Fifty years later, I still have a clear memory of standing at the second-floor window of my fifth-grade classroom at Garfield Elementary School watching the other kids play below.
The day was cold and gray. Mrs. Henry had restricted me to the classroom for lunch recess because of something I don't recall but freely admit was probably bad.
My playground nemesis Nancy was playing on the monkey bars. I was hoping she would fall off and somehow land on her head when the loudspeaker crackled.
In a solemn voice, Principal Fahrer announced to the entire school that President John F. Kennedy had just been assassinated in Dallas.
At her desk, Mrs. Henry gasped and started to sniffle. Duncan, who was restricted as well but for something else, said, "Holy cow, the president!"
I don't remember saying anything. I do remember thinking, "Great. Why couldn't the #%@& Russians kill Nancy instead?"
Hey, I was 10. I had my own priorities. Also, my parents had enthusiastically voted for Richard Nixon. The loss of JFK didn't immediately register as a calamity.
Recess was canceled and everyone called back to class. We sat at our desks and listened to Mrs. Henry tearfully reassure us that the country wouldn't fall apart just because the president was dead.
Because we regularly practiced scrambling under our desks to hide from city-obliterating nuclear bombs, I doubt anyone believed her. I didn't. I was more concerned about the possibility of having to stay after school.
It took a few hours for my priorities to readjust. Some lunatic with a rifle SHOT the president of the United States. Not the president of Tanganyika, the president of Chad or the president of France. The president of AMERICA.
Walking home, I finally realized just how scary and dangerous the world actually was to me. If someone could kill the president, how safe was a misbehaving fifth-grader? President Kennedy had bodyguards and fighter jets. All I had was a dog and a BB gun.
I also had an afternoon paper route. When I delivered the paper with its shocking headline, most of my customers were waiting by their doors with stunned looks. The president's murder had stopped everyone's clock.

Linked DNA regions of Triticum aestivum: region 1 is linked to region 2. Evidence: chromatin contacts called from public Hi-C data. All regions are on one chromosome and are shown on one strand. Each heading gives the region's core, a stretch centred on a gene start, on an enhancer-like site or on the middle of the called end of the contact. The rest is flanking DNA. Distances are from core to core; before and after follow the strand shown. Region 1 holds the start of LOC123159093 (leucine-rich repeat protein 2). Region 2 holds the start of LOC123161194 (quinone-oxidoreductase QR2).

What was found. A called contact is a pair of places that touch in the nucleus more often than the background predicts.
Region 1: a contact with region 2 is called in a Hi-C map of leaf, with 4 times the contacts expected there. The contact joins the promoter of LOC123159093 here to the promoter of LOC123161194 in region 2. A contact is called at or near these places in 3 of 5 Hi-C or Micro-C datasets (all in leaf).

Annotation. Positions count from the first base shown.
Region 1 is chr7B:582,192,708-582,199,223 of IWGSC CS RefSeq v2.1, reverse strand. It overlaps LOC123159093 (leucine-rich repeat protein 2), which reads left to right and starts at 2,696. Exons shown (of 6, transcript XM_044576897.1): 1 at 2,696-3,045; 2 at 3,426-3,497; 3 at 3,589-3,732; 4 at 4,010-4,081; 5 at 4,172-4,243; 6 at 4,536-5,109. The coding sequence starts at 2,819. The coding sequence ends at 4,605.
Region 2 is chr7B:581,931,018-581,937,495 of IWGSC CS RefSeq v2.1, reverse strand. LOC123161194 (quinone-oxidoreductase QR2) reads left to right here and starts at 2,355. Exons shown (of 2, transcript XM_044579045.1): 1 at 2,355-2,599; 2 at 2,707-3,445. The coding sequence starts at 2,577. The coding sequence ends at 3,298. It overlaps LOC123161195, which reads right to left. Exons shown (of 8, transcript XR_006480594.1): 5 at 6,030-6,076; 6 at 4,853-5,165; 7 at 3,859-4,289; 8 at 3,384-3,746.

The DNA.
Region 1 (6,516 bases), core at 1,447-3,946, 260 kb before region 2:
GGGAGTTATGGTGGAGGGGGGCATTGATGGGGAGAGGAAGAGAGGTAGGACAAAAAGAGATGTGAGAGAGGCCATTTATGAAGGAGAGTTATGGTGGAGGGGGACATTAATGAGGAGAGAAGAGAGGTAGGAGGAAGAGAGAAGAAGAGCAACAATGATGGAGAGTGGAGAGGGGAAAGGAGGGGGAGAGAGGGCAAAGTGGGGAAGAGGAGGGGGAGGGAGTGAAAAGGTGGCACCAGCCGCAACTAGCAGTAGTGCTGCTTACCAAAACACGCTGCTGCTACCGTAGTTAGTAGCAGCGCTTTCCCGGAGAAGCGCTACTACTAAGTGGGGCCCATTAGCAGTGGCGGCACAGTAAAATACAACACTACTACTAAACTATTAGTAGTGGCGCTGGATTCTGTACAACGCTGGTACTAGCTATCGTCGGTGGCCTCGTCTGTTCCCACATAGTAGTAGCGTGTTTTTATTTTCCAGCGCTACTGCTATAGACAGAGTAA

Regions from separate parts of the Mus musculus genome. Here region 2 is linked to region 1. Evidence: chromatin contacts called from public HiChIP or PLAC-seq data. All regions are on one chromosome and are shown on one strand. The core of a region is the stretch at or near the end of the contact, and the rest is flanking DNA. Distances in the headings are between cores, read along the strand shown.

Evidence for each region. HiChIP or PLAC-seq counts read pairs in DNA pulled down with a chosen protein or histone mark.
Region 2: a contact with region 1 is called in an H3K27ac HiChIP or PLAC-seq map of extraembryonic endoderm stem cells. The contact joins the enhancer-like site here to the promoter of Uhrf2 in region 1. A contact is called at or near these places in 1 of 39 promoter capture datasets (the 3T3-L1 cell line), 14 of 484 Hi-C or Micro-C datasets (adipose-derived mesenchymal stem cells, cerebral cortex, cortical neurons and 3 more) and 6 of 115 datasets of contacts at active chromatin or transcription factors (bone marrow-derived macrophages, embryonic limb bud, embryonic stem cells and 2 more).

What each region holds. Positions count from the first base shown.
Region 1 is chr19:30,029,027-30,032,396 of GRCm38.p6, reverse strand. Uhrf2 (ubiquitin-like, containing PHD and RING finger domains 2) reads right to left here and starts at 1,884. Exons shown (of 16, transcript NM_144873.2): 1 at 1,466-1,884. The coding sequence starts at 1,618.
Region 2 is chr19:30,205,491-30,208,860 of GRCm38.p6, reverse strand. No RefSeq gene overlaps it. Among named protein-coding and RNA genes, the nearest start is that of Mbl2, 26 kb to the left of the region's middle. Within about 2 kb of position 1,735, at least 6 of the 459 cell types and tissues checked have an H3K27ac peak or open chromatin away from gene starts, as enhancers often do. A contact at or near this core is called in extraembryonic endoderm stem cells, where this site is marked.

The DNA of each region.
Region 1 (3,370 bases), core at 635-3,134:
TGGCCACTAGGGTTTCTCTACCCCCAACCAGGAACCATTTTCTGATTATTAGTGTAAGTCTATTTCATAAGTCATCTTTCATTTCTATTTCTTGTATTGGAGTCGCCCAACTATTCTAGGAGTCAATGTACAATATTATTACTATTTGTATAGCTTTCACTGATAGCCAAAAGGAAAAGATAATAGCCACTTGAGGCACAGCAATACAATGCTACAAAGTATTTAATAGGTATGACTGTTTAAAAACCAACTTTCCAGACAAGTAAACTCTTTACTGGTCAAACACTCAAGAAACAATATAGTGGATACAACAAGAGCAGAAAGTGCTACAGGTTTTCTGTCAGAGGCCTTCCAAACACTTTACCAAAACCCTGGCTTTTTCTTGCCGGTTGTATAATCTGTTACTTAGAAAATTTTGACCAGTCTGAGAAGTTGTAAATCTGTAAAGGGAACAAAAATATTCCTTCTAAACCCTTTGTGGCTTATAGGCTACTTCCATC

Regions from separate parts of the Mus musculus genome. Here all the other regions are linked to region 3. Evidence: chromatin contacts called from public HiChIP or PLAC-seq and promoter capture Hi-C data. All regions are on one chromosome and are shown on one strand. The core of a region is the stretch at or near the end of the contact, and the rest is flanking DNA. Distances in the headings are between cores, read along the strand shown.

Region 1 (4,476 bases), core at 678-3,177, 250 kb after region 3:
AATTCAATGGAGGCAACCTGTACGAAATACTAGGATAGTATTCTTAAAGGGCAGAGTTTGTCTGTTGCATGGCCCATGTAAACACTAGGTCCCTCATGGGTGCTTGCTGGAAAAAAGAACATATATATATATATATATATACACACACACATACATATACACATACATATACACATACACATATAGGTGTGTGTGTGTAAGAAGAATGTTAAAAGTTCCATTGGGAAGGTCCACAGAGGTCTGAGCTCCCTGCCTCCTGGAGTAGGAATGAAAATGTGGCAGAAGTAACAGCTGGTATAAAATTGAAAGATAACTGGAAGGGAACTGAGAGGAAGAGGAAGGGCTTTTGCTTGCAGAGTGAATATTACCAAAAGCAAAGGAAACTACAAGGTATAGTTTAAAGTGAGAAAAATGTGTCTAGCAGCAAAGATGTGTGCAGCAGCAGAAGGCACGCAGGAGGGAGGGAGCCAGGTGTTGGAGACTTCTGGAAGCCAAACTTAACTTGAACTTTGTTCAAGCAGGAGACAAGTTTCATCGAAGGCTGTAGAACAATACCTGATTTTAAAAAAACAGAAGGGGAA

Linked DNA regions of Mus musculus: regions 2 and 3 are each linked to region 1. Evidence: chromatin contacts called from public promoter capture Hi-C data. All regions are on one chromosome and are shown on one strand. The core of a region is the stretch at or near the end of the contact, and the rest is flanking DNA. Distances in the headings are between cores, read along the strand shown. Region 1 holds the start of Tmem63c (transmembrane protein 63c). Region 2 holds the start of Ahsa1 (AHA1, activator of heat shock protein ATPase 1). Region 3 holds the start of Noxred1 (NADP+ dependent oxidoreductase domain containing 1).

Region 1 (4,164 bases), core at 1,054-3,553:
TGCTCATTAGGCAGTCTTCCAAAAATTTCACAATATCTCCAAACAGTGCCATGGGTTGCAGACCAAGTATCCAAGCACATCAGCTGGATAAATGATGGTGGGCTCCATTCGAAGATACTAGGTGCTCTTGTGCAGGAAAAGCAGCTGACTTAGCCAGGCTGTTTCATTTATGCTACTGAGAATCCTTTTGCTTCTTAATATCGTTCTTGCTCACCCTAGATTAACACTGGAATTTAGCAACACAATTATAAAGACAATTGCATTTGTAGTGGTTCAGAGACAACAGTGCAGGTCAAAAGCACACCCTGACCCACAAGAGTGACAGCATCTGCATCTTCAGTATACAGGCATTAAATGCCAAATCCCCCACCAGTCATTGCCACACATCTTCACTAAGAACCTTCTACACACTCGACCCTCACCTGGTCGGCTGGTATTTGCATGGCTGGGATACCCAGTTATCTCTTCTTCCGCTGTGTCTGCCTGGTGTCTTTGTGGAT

Nov. 22, 1963. That was the day it first occurred to me that I was part of a world beyond Saturday morning cartoons, Sugar Frosted Flakes and playing with matches. In truth the world was a scary place that did not have my best interests at heart.
There would come other moments when the bigger world intruded on my reverie to remind me I wasn't safe. Hearing my draft number (15) called was huge. News from Vietnam took on a whole different meaning then.
Later, when I talked about these soul-riveting moments with friends, a girlfriend admitted that her moment was the Boston Strangler. Bammer's didn't come until 1980, when John Lennon was murdered.
These time-stopping moments usually arrive when we least expect then, usually when we're the most self-absorbed. For my parents' generation, it was a routine Sunday morning when the Japanese attacked Pearl Harbor.
For my children it will probably be those constantly replayed moments of jetliners flying into the Twin Towers. My grandkids will have their own.
These moments come to us all, sometimes in groups but far more often individually. We can't stop them. All we can do is try to manage the devastation in a way that the world still offers us a glimmer of hope.
Robert Kirby can be reached at firstname.lastname@example.org or facebook.com/stillnotpatbagley.